Ignacy Jan Paderewski (November 6, 1860 - June 29, 1941) was a Polish pianist, composer and politician, born in Kurylowka, a village in the province of Podolia, Poland. He studied music chiefly at Warsaw, Berlin and Vienna, where he was a pupil of Theodor Leschetizky. He made his first public appearance in Vienna in 1887, in Paris in 1889, and in London in 1890, his brilliant playing created a furore which went to almost extravagant lengths of admiration; and his triumphs were repeated in the United States in 1891. His name at once became synonymous with the highest pitch of pianoforte playing, and society was at his feet. In 1899 he married Baroness de Rosen, and after 1900 he appeared but little in public; rather, he became better known as a composer, chiefly of pieces for his own instrument. In 1901 his opera Manru was performed at Dresden.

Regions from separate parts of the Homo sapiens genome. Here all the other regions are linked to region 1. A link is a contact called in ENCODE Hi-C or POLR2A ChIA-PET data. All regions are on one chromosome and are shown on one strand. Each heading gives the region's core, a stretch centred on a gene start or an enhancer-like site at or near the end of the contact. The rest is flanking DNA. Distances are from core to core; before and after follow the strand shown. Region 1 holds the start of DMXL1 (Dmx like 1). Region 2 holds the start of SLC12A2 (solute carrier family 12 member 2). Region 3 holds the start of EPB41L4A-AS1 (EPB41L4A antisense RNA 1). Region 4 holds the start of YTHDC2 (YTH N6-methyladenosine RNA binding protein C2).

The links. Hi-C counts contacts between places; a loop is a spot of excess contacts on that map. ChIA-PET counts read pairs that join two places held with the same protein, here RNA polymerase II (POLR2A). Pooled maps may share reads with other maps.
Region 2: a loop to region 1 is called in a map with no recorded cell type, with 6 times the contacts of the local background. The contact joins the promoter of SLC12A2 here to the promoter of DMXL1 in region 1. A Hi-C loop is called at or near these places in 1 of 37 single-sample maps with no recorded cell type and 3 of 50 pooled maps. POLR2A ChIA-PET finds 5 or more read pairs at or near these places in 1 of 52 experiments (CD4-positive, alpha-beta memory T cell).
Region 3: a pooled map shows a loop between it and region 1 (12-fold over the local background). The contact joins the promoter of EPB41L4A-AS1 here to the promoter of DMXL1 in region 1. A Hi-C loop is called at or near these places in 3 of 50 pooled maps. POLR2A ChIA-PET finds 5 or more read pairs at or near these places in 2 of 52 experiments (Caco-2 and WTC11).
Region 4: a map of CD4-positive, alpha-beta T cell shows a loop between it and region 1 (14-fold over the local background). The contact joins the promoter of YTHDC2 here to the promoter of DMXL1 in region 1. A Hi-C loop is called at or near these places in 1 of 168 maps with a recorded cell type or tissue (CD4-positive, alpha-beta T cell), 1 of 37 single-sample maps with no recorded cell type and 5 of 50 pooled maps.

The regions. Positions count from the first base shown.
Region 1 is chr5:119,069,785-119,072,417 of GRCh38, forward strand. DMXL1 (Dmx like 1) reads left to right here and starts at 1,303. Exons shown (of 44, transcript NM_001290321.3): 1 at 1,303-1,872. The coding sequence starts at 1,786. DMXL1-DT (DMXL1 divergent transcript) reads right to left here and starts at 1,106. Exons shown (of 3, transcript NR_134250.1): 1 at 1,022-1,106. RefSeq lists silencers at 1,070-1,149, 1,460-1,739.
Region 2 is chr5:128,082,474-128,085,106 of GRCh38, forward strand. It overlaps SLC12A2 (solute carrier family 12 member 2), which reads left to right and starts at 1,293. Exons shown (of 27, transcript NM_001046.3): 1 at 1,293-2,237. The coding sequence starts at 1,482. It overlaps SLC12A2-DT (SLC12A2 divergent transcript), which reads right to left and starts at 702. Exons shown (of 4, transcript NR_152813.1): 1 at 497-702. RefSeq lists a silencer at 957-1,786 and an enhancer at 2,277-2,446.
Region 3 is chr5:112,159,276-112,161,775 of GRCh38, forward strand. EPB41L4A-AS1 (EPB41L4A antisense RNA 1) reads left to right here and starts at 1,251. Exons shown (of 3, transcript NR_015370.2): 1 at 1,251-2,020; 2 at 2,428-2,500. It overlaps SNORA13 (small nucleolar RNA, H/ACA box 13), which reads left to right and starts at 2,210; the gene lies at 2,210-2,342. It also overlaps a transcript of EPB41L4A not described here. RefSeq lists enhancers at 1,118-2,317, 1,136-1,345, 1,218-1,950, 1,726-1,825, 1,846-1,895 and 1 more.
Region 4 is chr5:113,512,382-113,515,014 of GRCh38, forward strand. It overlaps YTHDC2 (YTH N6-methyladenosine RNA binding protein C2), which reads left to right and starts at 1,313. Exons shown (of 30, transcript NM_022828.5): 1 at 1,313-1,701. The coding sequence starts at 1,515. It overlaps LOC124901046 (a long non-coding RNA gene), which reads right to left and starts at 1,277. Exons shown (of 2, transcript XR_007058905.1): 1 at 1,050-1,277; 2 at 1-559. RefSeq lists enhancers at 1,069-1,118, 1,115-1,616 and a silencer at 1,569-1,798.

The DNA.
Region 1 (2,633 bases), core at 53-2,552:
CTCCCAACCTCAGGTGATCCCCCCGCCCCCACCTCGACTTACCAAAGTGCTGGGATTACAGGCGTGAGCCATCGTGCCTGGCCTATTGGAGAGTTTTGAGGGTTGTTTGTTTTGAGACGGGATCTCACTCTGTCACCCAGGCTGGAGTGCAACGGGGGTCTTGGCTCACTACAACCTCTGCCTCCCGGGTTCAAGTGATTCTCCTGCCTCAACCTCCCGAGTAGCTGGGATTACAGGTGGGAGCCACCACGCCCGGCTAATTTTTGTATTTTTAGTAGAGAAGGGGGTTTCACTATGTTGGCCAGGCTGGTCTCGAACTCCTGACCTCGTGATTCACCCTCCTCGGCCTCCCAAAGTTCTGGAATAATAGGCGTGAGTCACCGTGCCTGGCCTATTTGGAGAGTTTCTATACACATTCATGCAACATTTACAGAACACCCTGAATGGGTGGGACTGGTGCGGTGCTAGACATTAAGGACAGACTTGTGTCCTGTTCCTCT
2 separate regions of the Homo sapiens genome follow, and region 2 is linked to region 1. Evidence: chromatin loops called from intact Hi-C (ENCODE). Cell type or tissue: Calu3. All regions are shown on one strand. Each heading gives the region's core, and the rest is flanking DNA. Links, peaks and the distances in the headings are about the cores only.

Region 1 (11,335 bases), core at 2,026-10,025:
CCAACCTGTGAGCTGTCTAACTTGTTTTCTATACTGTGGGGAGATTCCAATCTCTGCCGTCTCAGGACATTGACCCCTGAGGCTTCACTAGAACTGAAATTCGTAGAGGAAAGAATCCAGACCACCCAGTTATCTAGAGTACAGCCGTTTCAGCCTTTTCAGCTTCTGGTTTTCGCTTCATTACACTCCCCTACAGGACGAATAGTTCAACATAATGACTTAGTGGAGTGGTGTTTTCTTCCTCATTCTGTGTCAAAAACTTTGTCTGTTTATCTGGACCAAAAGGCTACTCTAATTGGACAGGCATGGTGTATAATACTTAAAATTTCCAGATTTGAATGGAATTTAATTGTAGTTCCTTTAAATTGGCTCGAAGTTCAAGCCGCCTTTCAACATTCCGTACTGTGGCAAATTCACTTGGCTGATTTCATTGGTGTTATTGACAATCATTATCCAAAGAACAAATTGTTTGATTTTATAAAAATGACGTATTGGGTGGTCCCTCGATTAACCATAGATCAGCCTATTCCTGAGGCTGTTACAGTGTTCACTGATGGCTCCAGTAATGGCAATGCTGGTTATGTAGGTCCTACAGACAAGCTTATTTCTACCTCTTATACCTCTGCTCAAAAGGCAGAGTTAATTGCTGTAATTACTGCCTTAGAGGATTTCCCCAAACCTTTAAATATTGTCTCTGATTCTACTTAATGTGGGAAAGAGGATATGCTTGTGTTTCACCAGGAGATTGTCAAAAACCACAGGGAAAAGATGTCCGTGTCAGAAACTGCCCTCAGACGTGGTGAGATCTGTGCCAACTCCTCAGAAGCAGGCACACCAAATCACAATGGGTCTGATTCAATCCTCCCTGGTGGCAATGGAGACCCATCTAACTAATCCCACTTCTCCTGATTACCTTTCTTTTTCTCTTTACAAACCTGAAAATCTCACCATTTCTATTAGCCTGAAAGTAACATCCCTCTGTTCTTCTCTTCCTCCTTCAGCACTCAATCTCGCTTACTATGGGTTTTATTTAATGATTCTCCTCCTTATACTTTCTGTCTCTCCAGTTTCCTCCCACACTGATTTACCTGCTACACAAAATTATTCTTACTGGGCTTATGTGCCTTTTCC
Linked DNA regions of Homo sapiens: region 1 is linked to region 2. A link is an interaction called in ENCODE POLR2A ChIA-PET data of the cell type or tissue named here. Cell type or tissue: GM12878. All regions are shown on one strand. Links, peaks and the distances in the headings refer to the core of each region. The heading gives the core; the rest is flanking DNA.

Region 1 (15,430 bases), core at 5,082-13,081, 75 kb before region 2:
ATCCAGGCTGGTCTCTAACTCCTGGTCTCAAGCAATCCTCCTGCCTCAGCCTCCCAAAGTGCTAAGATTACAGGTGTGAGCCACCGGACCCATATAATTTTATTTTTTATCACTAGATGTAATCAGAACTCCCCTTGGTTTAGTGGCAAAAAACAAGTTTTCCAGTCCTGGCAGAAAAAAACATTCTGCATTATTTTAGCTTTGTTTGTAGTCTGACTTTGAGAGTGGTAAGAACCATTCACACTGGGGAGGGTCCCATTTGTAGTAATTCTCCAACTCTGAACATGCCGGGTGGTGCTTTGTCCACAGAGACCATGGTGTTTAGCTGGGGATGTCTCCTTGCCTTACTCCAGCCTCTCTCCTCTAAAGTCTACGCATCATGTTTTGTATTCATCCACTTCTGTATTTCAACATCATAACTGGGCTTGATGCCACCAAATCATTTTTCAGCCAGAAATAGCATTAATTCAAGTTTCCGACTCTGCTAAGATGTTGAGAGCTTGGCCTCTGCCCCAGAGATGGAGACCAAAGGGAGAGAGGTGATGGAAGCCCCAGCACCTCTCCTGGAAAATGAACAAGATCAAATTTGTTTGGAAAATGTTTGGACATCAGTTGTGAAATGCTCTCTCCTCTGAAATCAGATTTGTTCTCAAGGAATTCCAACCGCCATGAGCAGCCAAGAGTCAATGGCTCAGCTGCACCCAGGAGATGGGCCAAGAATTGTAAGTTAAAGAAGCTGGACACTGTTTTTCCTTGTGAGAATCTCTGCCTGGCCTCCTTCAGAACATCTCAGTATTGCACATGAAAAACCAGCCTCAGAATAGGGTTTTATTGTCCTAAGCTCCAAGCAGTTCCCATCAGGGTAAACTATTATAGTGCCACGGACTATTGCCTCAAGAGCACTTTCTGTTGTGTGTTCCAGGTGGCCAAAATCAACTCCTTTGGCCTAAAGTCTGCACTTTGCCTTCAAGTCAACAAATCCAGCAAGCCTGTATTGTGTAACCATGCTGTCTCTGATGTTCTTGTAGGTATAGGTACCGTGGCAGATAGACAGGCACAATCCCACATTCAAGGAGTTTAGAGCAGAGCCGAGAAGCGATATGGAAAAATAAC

At the end of World War I (1914-1918), when the fate of the city of Poznań and the whole region of Greater Poland was still undecided, Paderewski visited Poznan. With his public speech on 27 December 1918, Polish inhabitants of Poznań started a military uprising against Germany, called the Great Poland Uprising.
In 1919, in the newly independent Poland, Paderewski became the Prime Minister (January, 1919 - November, 1919). He died in New York.